When Ryan Callinan dismantled the Jeep Leader Board No. 1, Filipe Toledo, with a radical display of high pressure, high performance in the Quik Pro France, it proved that he is finally back to where he belongs – at the very pointy end of the sport. For one of the most talented, genuine and down-to-earth blokes on tour, who has been through the ringer over the last few years, no one deserves the success more. Tracks caught up with the Novocastrian just after his win to see what’s changed and where’s he’s headed. 

Tracks: You won in Japan earlier in the year, how important was that in relation to your recent success. 

Ryan: When I went to Japan I wasn't thinking much of this year. I hadn't made a plan and felt I was really going through the emotions. I was trying a few new things mentally, but it was early days. Then suddenly I was in the Finals and then won it. And that was always a goal, just to win an event because I never had before. So that was a huge step, but it happened pretty haphazardly. It did allow me though to get over the hump.

Ryan celebrating his maiden contest victory, in Japan earlier this year. Photo WSL/Kawana

How did it affect your confidence though?

It did for sure. I tried to not to overthink it, but I was in a good position and I think I got a little too excited in the next two events so I re-centered for Ericeira. There I tried to reign it in. I wanted to catch the best waves and just surf to my potential, but it all clicked. Those events were similar in some ways, but the difference was I didn’t have some of the huge matchups in Japan. To beat guys like Gabriel Medina meant that I had progressed to the next level. It was another huge confidence boost. 

 

 

With the win you qualified for the CT. How much better prepared are you for it the second time around?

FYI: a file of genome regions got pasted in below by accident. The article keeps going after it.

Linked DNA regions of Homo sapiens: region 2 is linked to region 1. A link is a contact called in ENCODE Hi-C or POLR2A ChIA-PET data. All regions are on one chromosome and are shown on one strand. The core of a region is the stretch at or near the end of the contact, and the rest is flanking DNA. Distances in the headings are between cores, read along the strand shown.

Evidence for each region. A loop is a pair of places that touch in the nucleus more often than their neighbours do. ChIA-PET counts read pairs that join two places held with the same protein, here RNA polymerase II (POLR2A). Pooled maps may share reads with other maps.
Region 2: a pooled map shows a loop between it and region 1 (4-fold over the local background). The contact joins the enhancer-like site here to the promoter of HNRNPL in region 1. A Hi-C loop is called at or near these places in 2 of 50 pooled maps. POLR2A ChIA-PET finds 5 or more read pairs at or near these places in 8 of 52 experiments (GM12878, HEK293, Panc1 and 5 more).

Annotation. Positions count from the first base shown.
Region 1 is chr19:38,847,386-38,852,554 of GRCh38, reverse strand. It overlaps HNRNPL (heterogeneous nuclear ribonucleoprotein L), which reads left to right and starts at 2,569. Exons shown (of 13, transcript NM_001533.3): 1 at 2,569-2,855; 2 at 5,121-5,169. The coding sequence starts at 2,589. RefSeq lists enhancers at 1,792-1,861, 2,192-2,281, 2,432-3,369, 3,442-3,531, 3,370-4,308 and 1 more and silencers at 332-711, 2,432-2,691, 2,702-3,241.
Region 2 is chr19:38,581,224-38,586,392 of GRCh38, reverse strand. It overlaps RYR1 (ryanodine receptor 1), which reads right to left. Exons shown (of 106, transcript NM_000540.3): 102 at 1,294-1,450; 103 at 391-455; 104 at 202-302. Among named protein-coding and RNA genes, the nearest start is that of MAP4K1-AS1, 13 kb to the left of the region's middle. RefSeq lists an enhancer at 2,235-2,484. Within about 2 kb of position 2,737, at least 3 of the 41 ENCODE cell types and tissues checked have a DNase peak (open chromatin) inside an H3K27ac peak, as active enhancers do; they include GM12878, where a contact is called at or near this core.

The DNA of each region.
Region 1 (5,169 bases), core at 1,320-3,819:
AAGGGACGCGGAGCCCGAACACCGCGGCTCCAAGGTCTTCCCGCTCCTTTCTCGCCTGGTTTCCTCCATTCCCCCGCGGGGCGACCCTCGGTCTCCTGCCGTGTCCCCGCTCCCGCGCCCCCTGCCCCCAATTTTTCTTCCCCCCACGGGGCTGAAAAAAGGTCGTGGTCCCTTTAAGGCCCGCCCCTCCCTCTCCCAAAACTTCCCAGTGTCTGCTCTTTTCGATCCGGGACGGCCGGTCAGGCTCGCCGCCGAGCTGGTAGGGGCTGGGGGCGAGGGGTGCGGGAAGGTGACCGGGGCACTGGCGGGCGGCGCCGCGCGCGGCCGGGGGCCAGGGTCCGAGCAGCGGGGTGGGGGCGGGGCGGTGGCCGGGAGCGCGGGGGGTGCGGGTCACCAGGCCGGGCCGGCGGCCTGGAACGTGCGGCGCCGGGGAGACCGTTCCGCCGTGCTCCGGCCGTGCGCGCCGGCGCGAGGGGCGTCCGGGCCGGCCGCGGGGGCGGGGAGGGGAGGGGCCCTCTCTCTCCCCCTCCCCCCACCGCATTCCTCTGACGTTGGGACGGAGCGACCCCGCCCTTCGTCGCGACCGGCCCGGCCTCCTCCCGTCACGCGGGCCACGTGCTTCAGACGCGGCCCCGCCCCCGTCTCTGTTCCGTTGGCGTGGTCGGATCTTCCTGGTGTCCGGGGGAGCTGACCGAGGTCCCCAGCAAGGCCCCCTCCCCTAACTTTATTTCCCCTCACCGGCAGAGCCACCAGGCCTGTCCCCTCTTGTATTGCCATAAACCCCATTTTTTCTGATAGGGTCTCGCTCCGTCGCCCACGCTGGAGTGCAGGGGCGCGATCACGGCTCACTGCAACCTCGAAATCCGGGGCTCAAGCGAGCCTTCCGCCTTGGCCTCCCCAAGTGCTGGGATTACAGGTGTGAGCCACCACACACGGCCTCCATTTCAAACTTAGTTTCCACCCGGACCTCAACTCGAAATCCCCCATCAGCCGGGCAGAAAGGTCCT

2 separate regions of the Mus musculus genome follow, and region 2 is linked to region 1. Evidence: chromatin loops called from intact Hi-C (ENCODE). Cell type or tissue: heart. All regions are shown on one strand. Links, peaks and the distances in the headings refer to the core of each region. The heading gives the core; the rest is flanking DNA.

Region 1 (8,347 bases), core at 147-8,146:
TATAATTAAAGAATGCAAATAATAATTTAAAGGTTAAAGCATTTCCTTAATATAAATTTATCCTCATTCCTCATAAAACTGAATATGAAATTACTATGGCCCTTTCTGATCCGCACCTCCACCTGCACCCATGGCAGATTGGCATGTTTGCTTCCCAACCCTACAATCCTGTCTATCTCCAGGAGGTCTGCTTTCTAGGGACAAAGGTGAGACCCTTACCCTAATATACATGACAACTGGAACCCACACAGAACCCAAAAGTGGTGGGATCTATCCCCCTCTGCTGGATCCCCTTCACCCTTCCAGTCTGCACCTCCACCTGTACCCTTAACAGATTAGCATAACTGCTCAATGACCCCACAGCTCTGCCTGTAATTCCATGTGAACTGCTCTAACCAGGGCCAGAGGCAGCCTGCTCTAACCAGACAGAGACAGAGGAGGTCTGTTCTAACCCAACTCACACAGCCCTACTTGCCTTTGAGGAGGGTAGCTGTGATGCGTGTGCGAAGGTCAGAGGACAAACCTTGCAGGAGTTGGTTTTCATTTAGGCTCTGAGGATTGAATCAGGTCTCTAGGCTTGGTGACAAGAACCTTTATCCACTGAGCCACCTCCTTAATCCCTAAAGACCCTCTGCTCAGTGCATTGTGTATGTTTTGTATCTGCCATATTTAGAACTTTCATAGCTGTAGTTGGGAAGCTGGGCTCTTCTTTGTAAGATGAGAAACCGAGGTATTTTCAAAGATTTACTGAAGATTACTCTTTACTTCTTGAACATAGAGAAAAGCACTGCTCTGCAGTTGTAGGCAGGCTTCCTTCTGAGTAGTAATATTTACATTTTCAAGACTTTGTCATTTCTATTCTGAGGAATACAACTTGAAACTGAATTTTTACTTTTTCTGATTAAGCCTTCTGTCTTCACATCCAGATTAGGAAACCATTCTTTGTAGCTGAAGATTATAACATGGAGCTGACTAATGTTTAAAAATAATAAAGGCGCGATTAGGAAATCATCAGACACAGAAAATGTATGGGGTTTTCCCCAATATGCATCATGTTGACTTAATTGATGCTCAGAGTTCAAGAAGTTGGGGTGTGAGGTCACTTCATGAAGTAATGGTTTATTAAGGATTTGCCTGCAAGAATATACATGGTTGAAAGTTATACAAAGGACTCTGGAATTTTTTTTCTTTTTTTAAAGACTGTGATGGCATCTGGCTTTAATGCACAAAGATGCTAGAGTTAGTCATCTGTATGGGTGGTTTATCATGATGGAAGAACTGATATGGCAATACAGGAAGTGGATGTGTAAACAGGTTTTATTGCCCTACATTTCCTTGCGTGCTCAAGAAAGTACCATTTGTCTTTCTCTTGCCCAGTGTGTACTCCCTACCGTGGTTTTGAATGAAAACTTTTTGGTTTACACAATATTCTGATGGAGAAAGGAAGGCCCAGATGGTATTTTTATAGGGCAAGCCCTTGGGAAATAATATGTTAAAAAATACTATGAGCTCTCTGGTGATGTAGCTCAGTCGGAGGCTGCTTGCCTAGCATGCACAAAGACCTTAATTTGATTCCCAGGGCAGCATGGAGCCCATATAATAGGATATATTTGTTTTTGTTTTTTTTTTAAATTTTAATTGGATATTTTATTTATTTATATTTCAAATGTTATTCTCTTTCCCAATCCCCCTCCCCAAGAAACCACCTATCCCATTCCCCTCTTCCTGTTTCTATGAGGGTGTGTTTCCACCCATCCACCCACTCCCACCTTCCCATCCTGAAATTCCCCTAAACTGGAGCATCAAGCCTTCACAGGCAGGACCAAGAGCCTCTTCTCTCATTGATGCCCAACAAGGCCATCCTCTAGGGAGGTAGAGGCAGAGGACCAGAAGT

When I was on tour that first year my Dad passed away at the start and I felt like I was running away from it. I didn’t deal with it and just went into comp mode and obviously falling off the CT was a blow in itself. Then the next year my mother passed and I felt I had some time off. I felt in that time I really confronted many of the issues. I faced up too it, accepted it and I feel I really have grown as a person. It now all seemed to be working for the better. Obviously without that loss I might not be in this position and I would trade everything in a heartbeat to have mum and dad back, but it’s all made me who I am today. It’s been a whirlwind, but I feel like I am coming out the other side and on top. 

Your competitive surfing finally seems to have hit your freesurfing levels. Can you feel that too? 

I can feel the difference. I feel like I have improved my surfing in general, which helps with the competitive side. I’ve also focused a lot more on the waves I’m surfing, rather than the opponent or the conditions or the scores. It’s more about being ready to perform when the waves comes and not getting distracted by all the other noise that use to distract me. I’m being way more present in every moment and taking everything as it comes and that seems to be working for me way better. I’m kicking more goals.